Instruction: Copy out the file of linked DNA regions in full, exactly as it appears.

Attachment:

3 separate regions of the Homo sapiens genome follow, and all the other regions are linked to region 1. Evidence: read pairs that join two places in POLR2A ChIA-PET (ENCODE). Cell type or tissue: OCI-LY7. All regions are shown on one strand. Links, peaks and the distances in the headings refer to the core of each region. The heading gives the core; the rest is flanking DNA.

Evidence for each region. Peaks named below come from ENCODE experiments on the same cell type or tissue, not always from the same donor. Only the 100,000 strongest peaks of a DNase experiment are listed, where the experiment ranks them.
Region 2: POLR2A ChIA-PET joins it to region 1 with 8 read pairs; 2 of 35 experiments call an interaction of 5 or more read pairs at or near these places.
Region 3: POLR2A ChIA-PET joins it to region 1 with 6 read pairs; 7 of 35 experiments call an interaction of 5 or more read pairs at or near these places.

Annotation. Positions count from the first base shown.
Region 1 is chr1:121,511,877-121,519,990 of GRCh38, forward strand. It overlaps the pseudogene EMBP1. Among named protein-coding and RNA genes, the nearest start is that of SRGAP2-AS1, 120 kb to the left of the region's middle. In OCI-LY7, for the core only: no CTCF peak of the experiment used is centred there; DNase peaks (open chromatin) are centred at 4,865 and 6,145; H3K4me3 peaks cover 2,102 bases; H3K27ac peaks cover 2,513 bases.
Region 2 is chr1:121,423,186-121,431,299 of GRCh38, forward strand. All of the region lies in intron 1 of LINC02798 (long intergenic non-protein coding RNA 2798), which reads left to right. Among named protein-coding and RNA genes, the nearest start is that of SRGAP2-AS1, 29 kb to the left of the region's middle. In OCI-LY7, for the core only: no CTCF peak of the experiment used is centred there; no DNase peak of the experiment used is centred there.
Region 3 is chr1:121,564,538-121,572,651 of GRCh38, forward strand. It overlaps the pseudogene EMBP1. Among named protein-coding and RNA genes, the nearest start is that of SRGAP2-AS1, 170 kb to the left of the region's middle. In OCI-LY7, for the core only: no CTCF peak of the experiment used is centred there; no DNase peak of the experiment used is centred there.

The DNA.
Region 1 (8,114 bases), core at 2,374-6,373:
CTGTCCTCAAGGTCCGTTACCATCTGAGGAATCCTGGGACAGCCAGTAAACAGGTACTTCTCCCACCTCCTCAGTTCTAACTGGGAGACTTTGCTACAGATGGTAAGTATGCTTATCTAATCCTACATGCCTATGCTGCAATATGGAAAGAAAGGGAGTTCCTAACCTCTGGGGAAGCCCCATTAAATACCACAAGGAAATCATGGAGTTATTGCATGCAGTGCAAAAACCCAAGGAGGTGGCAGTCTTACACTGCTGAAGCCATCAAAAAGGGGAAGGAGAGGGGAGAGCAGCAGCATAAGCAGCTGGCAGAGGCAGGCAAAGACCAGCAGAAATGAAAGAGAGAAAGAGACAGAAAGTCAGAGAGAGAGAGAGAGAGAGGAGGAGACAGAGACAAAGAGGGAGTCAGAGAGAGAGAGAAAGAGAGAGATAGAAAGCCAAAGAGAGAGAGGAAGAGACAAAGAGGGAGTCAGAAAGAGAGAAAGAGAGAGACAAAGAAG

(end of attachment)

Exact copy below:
3 separate regions of the Homo sapiens genome follow, and all the other regions are linked to region 1. Evidence: read pairs that join two places in POLR2A ChIA-PET (ENCODE). Cell type or tissue: OCI-LY7. All regions are shown on one strand. Links, peaks and the distances in the headings refer to the core of each region. The heading gives the core; the rest is flanking DNA.

Evidence for each region. Peaks named below come from ENCODE experiments on the same cell type or tissue, not always from the same donor. Only the 100,000 strongest peaks of a DNase experiment are listed, where the experiment ranks them.
Region 2: POLR2A ChIA-PET joins it to region 1 with 8 read pairs; 2 of 35 experiments call an interaction of 5 or more read pairs at or near these places.
Region 3: POLR2A ChIA-PET joins it to region 1 with 6 read pairs; 7 of 35 experiments call an interaction of 5 or more read pairs at or near these places.

Annotation. Positions count from the first base shown.
Region 1 is chr1:121,511,877-121,519,990 of GRCh38, forward strand. It overlaps the pseudogene EMBP1. Among named protein-coding and RNA genes, the nearest start is that of SRGAP2-AS1, 120 kb to the left of the region's middle. In OCI-LY7, for the core only: no CTCF peak of the experiment used is centred there; DNase peaks (open chromatin) are centred at 4,865 and 6,145; H3K4me3 peaks cover 2,102 bases; H3K27ac peaks cover 2,513 bases.
Region 2 is chr1:121,423,186-121,431,299 of GRCh38, forward strand. All of the region lies in intron 1 of LINC02798 (long intergenic non-protein coding RNA 2798), which reads left to right. Among named protein-coding and RNA genes, the nearest start is that of SRGAP2-AS1, 29 kb to the left of the region's middle. In OCI-LY7, for the core only: no CTCF peak of the experiment used is centred there; no DNase peak of the experiment used is centred there.
Region 3 is chr1:121,564,538-121,572,651 of GRCh38, forward strand. It overlaps the pseudogene EMBP1. Among named protein-coding and RNA genes, the nearest start is that of SRGAP2-AS1, 170 kb to the left of the region's middle. In OCI-LY7, for the core only: no CTCF peak of the experiment used is centred there; no DNase peak of the experiment used is centred there.

The DNA.
Region 1 (8,114 bases), core at 2,374-6,373:
CTGTCCTCAAGGTCCGTTACCATCTGAGGAATCCTGGGACAGCCAGTAAACAGGTACTTCTCCCACCTCCTCAGTTCTAACTGGGAGACTTTGCTACAGATGGTAAGTATGCTTATCTAATCCTACATGCCTATGCTGCAATATGGAAAGAAAGGGAGTTCCTAACCTCTGGGGAAGCCCCATTAAATACCACAAGGAAATCATGGAGTTATTGCATGCAGTGCAAAAACCCAAGGAGGTGGCAGTCTTACACTGCTGAAGCCATCAAAAAGGGGAAGGAGAGGGGAGAGCAGCAGCATAAGCAGCTGGCAGAGGCAGGCAAAGACCAGCAGAAATGAAAGAGAGAAAGAGACAGAAAGTCAGAGAGAGAGAGAGAGAGAGGAGGAGACAGAGACAAAGAGGGAGTCAGAGAGAGAGAGAAAGAGAGAGATAGAAAGCCAAAGAGAGAGAGGAAGAGACAAAGAGGGAGTCAGAAAGAGAGAAAGAGAGAGACAAAGAAG